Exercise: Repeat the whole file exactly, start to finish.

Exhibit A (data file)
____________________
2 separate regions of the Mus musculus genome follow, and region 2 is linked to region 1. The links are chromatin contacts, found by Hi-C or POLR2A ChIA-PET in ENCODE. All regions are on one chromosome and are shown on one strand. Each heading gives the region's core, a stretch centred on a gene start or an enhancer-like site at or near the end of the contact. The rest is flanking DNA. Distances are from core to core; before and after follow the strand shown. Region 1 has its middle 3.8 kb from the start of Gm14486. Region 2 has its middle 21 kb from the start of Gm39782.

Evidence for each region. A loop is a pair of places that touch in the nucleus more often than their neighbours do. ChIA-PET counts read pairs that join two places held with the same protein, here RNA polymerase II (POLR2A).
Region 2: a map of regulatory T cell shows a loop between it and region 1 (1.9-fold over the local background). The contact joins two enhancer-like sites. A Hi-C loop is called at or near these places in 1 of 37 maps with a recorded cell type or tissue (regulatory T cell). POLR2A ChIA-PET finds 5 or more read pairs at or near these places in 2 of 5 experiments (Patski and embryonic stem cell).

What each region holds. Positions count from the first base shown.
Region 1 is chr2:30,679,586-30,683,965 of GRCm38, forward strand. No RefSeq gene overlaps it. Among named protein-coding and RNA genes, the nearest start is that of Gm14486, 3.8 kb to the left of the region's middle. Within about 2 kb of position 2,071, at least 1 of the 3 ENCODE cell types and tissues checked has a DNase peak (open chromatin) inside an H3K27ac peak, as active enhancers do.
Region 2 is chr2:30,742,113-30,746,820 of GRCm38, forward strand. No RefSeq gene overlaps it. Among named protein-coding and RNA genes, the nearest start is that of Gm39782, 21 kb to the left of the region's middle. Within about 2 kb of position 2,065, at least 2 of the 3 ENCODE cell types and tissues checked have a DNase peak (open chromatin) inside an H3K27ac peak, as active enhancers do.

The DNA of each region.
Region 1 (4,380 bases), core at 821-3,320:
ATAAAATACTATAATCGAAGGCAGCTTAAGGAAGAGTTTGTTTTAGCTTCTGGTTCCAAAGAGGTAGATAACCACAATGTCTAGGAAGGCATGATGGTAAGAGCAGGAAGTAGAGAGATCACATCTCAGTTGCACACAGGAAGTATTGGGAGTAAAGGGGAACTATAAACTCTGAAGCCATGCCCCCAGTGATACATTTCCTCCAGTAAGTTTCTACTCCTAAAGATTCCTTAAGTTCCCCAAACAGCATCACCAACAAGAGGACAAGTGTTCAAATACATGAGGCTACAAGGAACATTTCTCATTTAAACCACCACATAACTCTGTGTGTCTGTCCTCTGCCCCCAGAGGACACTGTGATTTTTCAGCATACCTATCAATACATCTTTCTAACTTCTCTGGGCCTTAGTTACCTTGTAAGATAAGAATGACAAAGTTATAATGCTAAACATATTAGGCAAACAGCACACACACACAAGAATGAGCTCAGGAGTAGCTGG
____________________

2 separate regions of the Mus musculus genome follow, and region 2 is linked to region 1. The links are chromatin contacts, found by Hi-C or POLR2A ChIA-PET in ENCODE. All regions are on one chromosome and are shown on one strand. Each heading gives the region's core, a stretch centred on a gene start or an enhancer-like site at or near the end of the contact. The rest is flanking DNA. Distances are from core to core; before and after follow the strand shown. Region 1 has its middle 3.8 kb from the start of Gm14486. Region 2 has its middle 21 kb from the start of Gm39782.

Evidence for each region. A loop is a pair of places that touch in the nucleus more often than their neighbours do. ChIA-PET counts read pairs that join two places held with the same protein, here RNA polymerase II (POLR2A).
Region 2: a map of regulatory T cell shows a loop between it and region 1 (1.9-fold over the local background). The contact joins two enhancer-like sites. A Hi-C loop is called at or near these places in 1 of 37 maps with a recorded cell type or tissue (regulatory T cell). POLR2A ChIA-PET finds 5 or more read pairs at or near these places in 2 of 5 experiments (Patski and embryonic stem cell).

What each region holds. Positions count from the first base shown.
Region 1 is chr2:30,679,586-30,683,965 of GRCm38, forward strand. No RefSeq gene overlaps it. Among named protein-coding and RNA genes, the nearest start is that of Gm14486, 3.8 kb to the left of the region's middle. Within about 2 kb of position 2,071, at least 1 of the 3 ENCODE cell types and tissues checked has a DNase peak (open chromatin) inside an H3K27ac peak, as active enhancers do.
Region 2 is chr2:30,742,113-30,746,820 of GRCm38, forward strand. No RefSeq gene overlaps it. Among named protein-coding and RNA genes, the nearest start is that of Gm39782, 21 kb to the left of the region's middle. Within about 2 kb of position 2,065, at least 2 of the 3 ENCODE cell types and tissues checked have a DNase peak (open chromatin) inside an H3K27ac peak, as active enhancers do.

The DNA of each region.
Region 1 (4,380 bases), core at 821-3,320:
ATAAAATACTATAATCGAAGGCAGCTTAAGGAAGAGTTTGTTTTAGCTTCTGGTTCCAAAGAGGTAGATAACCACAATGTCTAGGAAGGCATGATGGTAAGAGCAGGAAGTAGAGAGATCACATCTCAGTTGCACACAGGAAGTATTGGGAGTAAAGGGGAACTATAAACTCTGAAGCCATGCCCCCAGTGATACATTTCCTCCAGTAAGTTTCTACTCCTAAAGATTCCTTAAGTTCCCCAAACAGCATCACCAACAAGAGGACAAGTGTTCAAATACATGAGGCTACAAGGAACATTTCTCATTTAAACCACCACATAACTCTGTGTGTCTGTCCTCTGCCCCCAGAGGACACTGTGATTTTTCAGCATACCTATCAATACATCTTTCTAACTTCTCTGGGCCTTAGTTACCTTGTAAGATAAGAATGACAAAGTTATAATGCTAAACATATTAGGCAAACAGCACACACACACAAGAATGAGCTCAGGAGTAGCTGG